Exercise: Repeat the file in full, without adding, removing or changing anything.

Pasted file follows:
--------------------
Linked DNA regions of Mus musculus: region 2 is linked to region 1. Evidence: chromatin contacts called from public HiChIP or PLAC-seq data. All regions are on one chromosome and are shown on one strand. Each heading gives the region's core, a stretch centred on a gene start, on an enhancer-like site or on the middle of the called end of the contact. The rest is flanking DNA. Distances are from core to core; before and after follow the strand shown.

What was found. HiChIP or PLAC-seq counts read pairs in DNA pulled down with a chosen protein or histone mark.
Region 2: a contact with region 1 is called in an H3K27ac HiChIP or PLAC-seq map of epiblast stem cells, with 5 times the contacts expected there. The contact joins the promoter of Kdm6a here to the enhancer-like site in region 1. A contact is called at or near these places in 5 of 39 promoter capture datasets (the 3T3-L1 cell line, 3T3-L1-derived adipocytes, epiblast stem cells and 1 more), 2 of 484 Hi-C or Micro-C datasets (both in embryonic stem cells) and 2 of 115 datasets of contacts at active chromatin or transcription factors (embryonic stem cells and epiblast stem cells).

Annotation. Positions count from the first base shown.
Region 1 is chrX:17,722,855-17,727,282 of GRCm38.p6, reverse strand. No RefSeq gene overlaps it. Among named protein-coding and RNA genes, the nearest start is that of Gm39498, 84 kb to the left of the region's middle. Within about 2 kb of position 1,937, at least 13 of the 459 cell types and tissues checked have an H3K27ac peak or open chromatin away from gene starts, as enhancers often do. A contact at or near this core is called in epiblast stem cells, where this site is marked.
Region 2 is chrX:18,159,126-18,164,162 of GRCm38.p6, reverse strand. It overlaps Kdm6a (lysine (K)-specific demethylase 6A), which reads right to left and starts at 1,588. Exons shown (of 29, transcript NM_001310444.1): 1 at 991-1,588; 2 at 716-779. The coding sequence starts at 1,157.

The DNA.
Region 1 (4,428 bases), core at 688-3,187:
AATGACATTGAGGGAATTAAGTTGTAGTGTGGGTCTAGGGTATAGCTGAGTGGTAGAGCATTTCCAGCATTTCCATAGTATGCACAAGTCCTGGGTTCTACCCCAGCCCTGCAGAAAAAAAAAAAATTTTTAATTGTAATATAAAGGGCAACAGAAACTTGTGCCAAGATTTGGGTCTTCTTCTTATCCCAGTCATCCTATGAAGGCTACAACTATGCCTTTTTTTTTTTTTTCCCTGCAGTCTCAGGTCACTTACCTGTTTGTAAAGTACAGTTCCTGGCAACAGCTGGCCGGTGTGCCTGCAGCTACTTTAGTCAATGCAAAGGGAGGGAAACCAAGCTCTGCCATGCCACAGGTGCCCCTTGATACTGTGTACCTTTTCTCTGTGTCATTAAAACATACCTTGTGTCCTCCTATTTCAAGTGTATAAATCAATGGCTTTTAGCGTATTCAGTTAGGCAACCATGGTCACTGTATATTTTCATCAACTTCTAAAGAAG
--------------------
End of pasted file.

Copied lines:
Linked DNA regions of Mus musculus: region 2 is linked to region 1. Evidence: chromatin contacts called from public HiChIP or PLAC-seq data. All regions are on one chromosome and are shown on one strand. Each heading gives the region's core, a stretch centred on a gene start, on an enhancer-like site or on the middle of the called end of the contact. The rest is flanking DNA. Distances are from core to core; before and after follow the strand shown.

What was found. HiChIP or PLAC-seq counts read pairs in DNA pulled down with a chosen protein or histone mark.
Region 2: a contact with region 1 is called in an H3K27ac HiChIP or PLAC-seq map of epiblast stem cells, with 5 times the contacts expected there. The contact joins the promoter of Kdm6a here to the enhancer-like site in region 1. A contact is called at or near these places in 5 of 39 promoter capture datasets (the 3T3-L1 cell line, 3T3-L1-derived adipocytes, epiblast stem cells and 1 more), 2 of 484 Hi-C or Micro-C datasets (both in embryonic stem cells) and 2 of 115 datasets of contacts at active chromatin or transcription factors (embryonic stem cells and epiblast stem cells).

Annotation. Positions count from the first base shown.
Region 1 is chrX:17,722,855-17,727,282 of GRCm38.p6, reverse strand. No RefSeq gene overlaps it. Among named protein-coding and RNA genes, the nearest start is that of Gm39498, 84 kb to the left of the region's middle. Within about 2 kb of position 1,937, at least 13 of the 459 cell types and tissues checked have an H3K27ac peak or open chromatin away from gene starts, as enhancers often do. A contact at or near this core is called in epiblast stem cells, where this site is marked.
Region 2 is chrX:18,159,126-18,164,162 of GRCm38.p6, reverse strand. It overlaps Kdm6a (lysine (K)-specific demethylase 6A), which reads right to left and starts at 1,588. Exons shown (of 29, transcript NM_001310444.1): 1 at 991-1,588; 2 at 716-779. The coding sequence starts at 1,157.

The DNA.
Region 1 (4,428 bases), core at 688-3,187:
AATGACATTGAGGGAATTAAGTTGTAGTGTGGGTCTAGGGTATAGCTGAGTGGTAGAGCATTTCCAGCATTTCCATAGTATGCACAAGTCCTGGGTTCTACCCCAGCCCTGCAGAAAAAAAAAAAATTTTTAATTGTAATATAAAGGGCAACAGAAACTTGTGCCAAGATTTGGGTCTTCTTCTTATCCCAGTCATCCTATGAAGGCTACAACTATGCCTTTTTTTTTTTTTTCCCTGCAGTCTCAGGTCACTTACCTGTTTGTAAAGTACAGTTCCTGGCAACAGCTGGCCGGTGTGCCTGCAGCTACTTTAGTCAATGCAAAGGGAGGGAAACCAAGCTCTGCCATGCCACAGGTGCCCCTTGATACTGTGTACCTTTTCTCTGTGTCATTAAAACATACCTTGTGTCCTCCTATTTCAAGTGTATAAATCAATGGCTTTTAGCGTATTCAGTTAGGCAACCATGGTCACTGTATATTTTCATCAACTTCTAAAGAAG